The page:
Public Sector Compensation Panacea or Pandora's Box? Ensuring Compensation Equity Is Key
Waters, Rollie, Cox, Tl, Public Management
Reading this article will help a manager address the principles of a sound approach to compensation in an organization by:
* Providing local government with the necessary tools to support employee compensation decisions and policies and provide the transparency needed.
* Learning how private sector and public sector pay differences can be explained rationally and with quantifiable data.
* Applying a commonsense approach to the statistical analysis applied to the market data.
* Considering the missing link of individual performance management.
* Engaging elected officials in the process.
IN AUGUST 2011, an Internet search on the topic "public and private sector pay differential" yielded more than 9,030,000 results. It is no surprise that sessions on employee compensation presented at ICMA annual conferences are always filled to capacity.
One of the events that triggered this push for more information and transparency in local government pay was last year's compensation scandal in Bell, California. Because of layoffs, service reductions, and frequent questions regarding pay levels and benefits in the public sector compared with the private sector, local government managers are concerned that this is the wrong environment in which to consider studying employees' compensation. Yet this economic climate is the best time to audit and, if necessary, develop a quantifiable, defensible compensation policy that addresses these concerns.
The salaries and benefits of public employees, when compared with the private sector, have always been under a microscope and scrutinized by citizens, elected officials, and the media. Stakeholders are challenging the equity of local government's pay systems when compared with the private sector. Managers need practical tools in place to ensure that elected officials and staff are following best practices and pay policies that are in the best interest of the constituents served.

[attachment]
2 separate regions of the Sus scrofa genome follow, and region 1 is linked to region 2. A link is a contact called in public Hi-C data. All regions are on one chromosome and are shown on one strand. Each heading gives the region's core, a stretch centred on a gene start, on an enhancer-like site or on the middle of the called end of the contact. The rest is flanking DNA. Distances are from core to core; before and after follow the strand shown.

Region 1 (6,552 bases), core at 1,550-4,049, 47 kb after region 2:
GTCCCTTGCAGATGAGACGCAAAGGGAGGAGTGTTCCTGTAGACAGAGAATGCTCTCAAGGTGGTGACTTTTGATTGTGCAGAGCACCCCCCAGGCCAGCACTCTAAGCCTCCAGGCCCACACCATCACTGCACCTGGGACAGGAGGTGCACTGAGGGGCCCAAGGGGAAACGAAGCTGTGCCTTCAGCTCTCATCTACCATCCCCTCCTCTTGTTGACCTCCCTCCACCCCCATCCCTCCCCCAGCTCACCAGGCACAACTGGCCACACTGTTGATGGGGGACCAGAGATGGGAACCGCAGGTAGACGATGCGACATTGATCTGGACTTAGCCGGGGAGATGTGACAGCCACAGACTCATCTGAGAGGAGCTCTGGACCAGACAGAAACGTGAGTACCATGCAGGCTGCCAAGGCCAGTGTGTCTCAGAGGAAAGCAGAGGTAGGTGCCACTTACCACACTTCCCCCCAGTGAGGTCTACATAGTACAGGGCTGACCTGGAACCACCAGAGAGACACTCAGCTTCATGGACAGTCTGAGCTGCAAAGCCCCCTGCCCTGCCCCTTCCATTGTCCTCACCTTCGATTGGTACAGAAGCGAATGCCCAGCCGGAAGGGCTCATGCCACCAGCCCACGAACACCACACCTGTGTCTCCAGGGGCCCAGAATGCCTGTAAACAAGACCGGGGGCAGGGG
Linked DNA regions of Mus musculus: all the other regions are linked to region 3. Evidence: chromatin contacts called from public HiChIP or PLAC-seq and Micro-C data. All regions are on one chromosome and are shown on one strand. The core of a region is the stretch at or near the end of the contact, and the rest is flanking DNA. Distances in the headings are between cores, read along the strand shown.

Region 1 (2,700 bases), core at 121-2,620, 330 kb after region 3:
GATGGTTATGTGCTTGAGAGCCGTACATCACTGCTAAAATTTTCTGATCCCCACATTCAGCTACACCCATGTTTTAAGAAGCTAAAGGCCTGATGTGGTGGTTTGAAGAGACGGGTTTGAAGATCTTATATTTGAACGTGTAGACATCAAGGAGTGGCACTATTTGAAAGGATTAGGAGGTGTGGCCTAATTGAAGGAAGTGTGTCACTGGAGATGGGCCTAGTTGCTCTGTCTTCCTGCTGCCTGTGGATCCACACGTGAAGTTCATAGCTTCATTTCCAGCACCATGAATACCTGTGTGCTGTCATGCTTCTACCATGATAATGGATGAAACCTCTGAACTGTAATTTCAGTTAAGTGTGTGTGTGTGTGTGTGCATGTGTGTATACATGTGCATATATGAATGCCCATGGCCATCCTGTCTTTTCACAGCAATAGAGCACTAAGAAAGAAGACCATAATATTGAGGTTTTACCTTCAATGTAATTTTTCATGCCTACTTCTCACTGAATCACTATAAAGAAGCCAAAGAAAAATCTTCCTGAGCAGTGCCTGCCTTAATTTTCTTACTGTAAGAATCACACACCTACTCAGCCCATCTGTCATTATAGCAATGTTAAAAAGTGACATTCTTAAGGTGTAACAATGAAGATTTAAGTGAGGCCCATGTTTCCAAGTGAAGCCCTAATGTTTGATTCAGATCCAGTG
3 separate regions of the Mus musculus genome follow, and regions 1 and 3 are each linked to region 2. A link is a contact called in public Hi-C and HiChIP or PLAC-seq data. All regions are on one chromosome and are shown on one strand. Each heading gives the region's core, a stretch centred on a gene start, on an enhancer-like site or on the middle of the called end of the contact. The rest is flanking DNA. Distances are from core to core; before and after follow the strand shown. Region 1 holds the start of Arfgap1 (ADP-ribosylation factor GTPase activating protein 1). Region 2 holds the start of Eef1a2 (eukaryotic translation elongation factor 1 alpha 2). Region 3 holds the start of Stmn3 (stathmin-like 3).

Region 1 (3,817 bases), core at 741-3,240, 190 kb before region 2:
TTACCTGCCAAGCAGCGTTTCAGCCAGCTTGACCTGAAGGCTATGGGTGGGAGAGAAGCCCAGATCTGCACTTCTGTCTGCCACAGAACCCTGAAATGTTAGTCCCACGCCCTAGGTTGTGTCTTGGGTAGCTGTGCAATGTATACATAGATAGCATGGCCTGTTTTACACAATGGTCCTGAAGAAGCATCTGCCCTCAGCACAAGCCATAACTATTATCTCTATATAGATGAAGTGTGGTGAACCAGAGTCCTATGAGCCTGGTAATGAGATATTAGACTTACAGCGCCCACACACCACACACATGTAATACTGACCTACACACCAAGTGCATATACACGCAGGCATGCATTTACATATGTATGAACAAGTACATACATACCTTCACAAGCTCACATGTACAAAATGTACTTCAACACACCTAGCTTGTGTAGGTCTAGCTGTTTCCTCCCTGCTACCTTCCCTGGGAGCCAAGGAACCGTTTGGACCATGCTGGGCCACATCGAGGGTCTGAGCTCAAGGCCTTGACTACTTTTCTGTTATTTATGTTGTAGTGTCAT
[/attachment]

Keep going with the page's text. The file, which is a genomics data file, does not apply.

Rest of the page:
The availability of emerging technologies in public sector human resources, including tools for pay and benefit plan design and maintenance, union negotiation, budgeting, and performance management, will empower local government officials to create and maintain effective classification and compensation systems and aid in keeping personnel services and benefits within acceptable limits. These tools will also provide support to address transparency while responding efficiently and confidently to requests for such information.
This article attempts to highlight key areas for action in order to ensure basic compliance with acceptable compensation practices. Traditional approaches are explained as well as the roles of the manager and elected officials. First, however, it is necessary to understand the basics of a sound compensation system prior to discussing emerging technologies.
Information Is Key
Local government administrators are currently facing some of their most difficult human resources challenges to date: salary and hiring freezes, the retirement of key leaders, and rising service demands in conjunction with sharply declining budgets. While meeting these needs, local government also must promote transparency and ensure compliance with all legal requirements, including the Fair Labor Standards Act and the Lilly Ledbetter Fair Pay Act of 2009.
There is an immediate need for maintaining a sound classification and total compensation system ("personnel services" in local governments' budgets) to provide managers with the effective tools needed to meet these challenges.
Three key fairness doctrines penetrate all aspects of a sound, principled pay system: internal equity, external equity, and individual equity (see Table 1). Internal equity should be addressed first as it drives pay level placement according to position and market comparisons.
TABLE 1: FAIRNESS DOCTRINES Equity issues with corresponding techniques and objectives in pay systems. …